FUN: Graphic Novel, Crossword History, Puzzling Mystery
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If it’s a nearly 300-page graphic novel about the history of crossword puzzles, and it’s titled Fun, then it better be pretty damn entertaining. And yes, Italian artist Paolo Bacilieri delivers the fun, both narratively and visually. Also horizontally and vertically: forget strict linear structure, which is just ho-hum. This Fun is vigorous, spirited and assured in its graphic experimentation. There are stories within stories, layers upon layers, complex yet clear, weaving together a century of such disparate entities as Spider-Man, Salinger and Simon & Schuster.
Fun is also a graphic history of the funnies, because Bacilieri is also exploring several significant similarities between comics and crosswords. For starters—literally—in 1913 the very first crossword appeared side-by-side with the early cartoons that ran in the New York World’s “Fun” supplement. So crossword boxes and cartoon panels continually intersect in a variety of richly intricate page compositions. And hell, yeah it’s meta: The main characters are a Disney comics writer and an Umberto Eco–like author who’s researching a history of crosswords. And since Fun’s subtitle is Spies, Puzzle Solvers, and a Century of Crosswords, there’s also a mystery, with cryptic, coded, criss-crossing clues and investigators such as Dick Tracy and Batman.
Much of the tale is set in New York City and Bacilieri’s native Milan. He himself has been one of the most successful and beloved comics artists in Europe since the 1980s, and he recently won the Naples Comicon’s Micheluzzi Award for best designer. Already acclaimed internationally, Fun is his first introduction to an English-speaking audience, and was hailed on several of last year’s Best Comics lists here in America. His finely detailed and lovingly rendered linework is elegant and beguiling, akin to Moebius, Tardi, Manara and other 1970s and ’80s Euro comic art masters, and with touches of our own Clowes, Crumb and Bechdel. Let’s hope more translations will soon follow. Zeno Porno and the Magnificent Desolation, anyone?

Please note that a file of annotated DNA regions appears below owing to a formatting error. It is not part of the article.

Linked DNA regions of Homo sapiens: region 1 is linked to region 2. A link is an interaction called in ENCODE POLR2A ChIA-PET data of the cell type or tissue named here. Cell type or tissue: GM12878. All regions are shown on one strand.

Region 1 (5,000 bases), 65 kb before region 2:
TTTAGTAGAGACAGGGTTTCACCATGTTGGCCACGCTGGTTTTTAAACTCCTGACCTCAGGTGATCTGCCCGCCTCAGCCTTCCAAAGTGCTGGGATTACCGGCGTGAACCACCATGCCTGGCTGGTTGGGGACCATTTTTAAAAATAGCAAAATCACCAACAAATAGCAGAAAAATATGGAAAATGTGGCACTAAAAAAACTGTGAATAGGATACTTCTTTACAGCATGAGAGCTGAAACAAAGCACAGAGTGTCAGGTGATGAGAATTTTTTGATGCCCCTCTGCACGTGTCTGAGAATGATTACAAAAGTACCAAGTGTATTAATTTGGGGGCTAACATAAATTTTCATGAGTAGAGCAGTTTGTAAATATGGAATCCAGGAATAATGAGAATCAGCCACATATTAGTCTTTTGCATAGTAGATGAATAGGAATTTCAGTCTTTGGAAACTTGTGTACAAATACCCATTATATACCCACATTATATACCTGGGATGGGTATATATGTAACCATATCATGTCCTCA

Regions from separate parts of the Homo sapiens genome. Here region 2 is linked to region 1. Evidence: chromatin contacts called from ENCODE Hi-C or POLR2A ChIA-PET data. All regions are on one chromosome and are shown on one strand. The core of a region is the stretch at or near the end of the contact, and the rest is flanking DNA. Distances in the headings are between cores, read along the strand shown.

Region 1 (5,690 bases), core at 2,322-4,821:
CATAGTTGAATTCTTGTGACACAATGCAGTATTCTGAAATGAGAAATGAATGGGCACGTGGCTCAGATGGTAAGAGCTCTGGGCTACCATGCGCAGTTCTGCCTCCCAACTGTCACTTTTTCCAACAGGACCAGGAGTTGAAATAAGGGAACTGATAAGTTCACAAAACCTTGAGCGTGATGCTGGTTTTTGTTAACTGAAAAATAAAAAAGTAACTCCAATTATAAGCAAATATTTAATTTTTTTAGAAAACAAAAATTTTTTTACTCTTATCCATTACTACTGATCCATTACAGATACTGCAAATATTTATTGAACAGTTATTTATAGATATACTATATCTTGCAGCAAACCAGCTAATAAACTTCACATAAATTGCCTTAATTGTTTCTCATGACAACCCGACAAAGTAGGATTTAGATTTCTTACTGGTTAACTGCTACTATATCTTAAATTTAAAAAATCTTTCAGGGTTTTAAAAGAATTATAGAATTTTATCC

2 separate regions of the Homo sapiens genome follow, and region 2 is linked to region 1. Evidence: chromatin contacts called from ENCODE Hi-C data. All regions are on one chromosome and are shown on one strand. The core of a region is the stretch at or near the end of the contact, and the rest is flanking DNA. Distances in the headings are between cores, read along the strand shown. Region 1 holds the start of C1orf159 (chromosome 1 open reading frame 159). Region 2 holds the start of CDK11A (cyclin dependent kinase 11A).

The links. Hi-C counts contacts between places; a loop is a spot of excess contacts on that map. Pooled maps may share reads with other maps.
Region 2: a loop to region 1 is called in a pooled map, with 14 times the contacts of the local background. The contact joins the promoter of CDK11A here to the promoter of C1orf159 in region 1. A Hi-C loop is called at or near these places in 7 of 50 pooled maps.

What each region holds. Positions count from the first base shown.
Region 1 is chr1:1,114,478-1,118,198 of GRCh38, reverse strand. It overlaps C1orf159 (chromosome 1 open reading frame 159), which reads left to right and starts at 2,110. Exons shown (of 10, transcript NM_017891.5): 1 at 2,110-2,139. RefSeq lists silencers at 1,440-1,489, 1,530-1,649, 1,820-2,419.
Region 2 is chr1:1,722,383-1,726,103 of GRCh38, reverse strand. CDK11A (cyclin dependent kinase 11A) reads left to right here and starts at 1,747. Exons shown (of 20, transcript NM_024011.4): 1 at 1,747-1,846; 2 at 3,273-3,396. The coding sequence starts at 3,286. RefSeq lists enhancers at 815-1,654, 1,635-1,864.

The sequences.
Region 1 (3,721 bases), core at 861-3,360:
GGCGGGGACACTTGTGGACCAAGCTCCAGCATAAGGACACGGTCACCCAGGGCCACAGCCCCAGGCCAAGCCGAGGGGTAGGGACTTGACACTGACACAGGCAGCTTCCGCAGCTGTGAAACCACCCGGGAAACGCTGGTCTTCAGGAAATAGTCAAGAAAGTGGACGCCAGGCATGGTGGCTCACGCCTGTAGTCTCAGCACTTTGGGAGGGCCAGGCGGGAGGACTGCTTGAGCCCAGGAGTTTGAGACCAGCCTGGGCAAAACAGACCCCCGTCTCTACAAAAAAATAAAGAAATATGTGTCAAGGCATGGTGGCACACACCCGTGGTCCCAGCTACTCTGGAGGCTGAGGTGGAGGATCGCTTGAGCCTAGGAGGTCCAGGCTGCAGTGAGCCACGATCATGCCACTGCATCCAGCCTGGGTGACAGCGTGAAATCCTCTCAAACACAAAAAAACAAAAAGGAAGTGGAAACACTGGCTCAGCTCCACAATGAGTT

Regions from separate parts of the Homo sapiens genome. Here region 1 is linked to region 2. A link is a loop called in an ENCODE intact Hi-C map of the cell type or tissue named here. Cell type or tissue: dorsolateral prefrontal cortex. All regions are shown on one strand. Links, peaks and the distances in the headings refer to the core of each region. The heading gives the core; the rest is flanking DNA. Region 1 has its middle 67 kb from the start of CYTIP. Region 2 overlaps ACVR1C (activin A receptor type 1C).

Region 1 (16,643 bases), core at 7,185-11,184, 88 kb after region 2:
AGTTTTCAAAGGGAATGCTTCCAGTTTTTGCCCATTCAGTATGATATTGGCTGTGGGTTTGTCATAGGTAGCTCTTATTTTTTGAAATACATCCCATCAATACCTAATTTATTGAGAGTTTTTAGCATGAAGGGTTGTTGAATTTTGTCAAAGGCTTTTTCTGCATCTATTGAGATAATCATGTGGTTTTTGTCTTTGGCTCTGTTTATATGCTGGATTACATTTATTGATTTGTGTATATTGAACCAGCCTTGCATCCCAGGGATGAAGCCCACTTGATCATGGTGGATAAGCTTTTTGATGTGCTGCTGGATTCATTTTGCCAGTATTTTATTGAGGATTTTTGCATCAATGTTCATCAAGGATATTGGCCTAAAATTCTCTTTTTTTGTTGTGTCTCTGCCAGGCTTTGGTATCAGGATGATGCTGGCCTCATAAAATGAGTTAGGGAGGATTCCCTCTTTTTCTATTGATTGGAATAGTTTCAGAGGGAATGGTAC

Fun is fascinating, and well worth re-reading. And if you’re still puzzled, just check out these images. 17 down.
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About Michael Dooley
Michael Dooley is the creative director of Michael Dooley Design and teaches History of Design, Comics, and Animation at Art Center College of Design and Loyola Marymount University in Los Angeles. He is also a Print contributing editor and author.